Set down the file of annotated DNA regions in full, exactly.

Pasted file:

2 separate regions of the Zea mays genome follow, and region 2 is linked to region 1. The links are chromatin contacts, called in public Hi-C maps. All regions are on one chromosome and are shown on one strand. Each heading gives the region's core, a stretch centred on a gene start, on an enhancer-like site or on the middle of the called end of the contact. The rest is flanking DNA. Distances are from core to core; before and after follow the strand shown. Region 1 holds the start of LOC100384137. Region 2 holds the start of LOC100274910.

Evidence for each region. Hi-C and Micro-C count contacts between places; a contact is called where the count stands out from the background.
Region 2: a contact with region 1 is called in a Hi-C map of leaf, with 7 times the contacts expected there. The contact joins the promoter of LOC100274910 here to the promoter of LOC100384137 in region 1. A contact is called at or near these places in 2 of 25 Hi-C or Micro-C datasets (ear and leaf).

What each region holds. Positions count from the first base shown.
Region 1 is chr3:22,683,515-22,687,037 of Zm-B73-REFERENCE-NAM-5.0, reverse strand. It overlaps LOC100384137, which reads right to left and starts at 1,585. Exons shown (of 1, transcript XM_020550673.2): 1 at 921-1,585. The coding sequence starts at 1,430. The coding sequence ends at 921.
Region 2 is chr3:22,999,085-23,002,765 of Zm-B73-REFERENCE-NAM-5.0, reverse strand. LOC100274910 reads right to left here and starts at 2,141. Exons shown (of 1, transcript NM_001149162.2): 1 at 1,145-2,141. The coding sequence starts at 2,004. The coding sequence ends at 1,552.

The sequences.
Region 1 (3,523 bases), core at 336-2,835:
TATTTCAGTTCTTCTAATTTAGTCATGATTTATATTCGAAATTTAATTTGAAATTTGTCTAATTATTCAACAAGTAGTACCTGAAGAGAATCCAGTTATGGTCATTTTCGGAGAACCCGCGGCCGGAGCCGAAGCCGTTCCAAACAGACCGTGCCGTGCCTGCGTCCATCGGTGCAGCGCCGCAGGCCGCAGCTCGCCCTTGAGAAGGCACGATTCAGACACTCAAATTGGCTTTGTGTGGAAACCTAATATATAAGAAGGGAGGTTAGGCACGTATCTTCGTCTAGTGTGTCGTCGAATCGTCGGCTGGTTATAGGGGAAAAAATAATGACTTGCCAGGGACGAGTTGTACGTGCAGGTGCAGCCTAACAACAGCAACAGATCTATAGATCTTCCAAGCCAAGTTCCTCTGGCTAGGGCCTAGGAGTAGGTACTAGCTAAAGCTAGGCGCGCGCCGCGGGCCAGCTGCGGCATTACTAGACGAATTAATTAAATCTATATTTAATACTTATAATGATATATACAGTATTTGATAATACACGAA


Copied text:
2 separate regions of the Zea mays genome follow, and region 2 is linked to region 1. The links are chromatin contacts, called in public Hi-C maps. All regions are on one chromosome and are shown on one strand. Each heading gives the region's core, a stretch centred on a gene start, on an enhancer-like site or on the middle of the called end of the contact. The rest is flanking DNA. Distances are from core to core; before and after follow the strand shown. Region 1 holds the start of LOC100384137. Region 2 holds the start of LOC100274910.

Evidence for each region. Hi-C and Micro-C count contacts between places; a contact is called where the count stands out from the background.
Region 2: a contact with region 1 is called in a Hi-C map of leaf, with 7 times the contacts expected there. The contact joins the promoter of LOC100274910 here to the promoter of LOC100384137 in region 1. A contact is called at or near these places in 2 of 25 Hi-C or Micro-C datasets (ear and leaf).

What each region holds. Positions count from the first base shown.
Region 1 is chr3:22,683,515-22,687,037 of Zm-B73-REFERENCE-NAM-5.0, reverse strand. It overlaps LOC100384137, which reads right to left and starts at 1,585. Exons shown (of 1, transcript XM_020550673.2): 1 at 921-1,585. The coding sequence starts at 1,430. The coding sequence ends at 921.
Region 2 is chr3:22,999,085-23,002,765 of Zm-B73-REFERENCE-NAM-5.0, reverse strand. LOC100274910 reads right to left here and starts at 2,141. Exons shown (of 1, transcript NM_001149162.2): 1 at 1,145-2,141. The coding sequence starts at 2,004. The coding sequence ends at 1,552.

The sequences.
Region 1 (3,523 bases), core at 336-2,835:
TATTTCAGTTCTTCTAATTTAGTCATGATTTATATTCGAAATTTAATTTGAAATTTGTCTAATTATTCAACAAGTAGTACCTGAAGAGAATCCAGTTATGGTCATTTTCGGAGAACCCGCGGCCGGAGCCGAAGCCGTTCCAAACAGACCGTGCCGTGCCTGCGTCCATCGGTGCAGCGCCGCAGGCCGCAGCTCGCCCTTGAGAAGGCACGATTCAGACACTCAAATTGGCTTTGTGTGGAAACCTAATATATAAGAAGGGAGGTTAGGCACGTATCTTCGTCTAGTGTGTCGTCGAATCGTCGGCTGGTTATAGGGGAAAAAATAATGACTTGCCAGGGACGAGTTGTACGTGCAGGTGCAGCCTAACAACAGCAACAGATCTATAGATCTTCCAAGCCAAGTTCCTCTGGCTAGGGCCTAGGAGTAGGTACTAGCTAAAGCTAGGCGCGCGCCGCGGGCCAGCTGCGGCATTACTAGACGAATTAATTAAATCTATATTTAATACTTATAATGATATATACAGTATTTGATAATACACGAA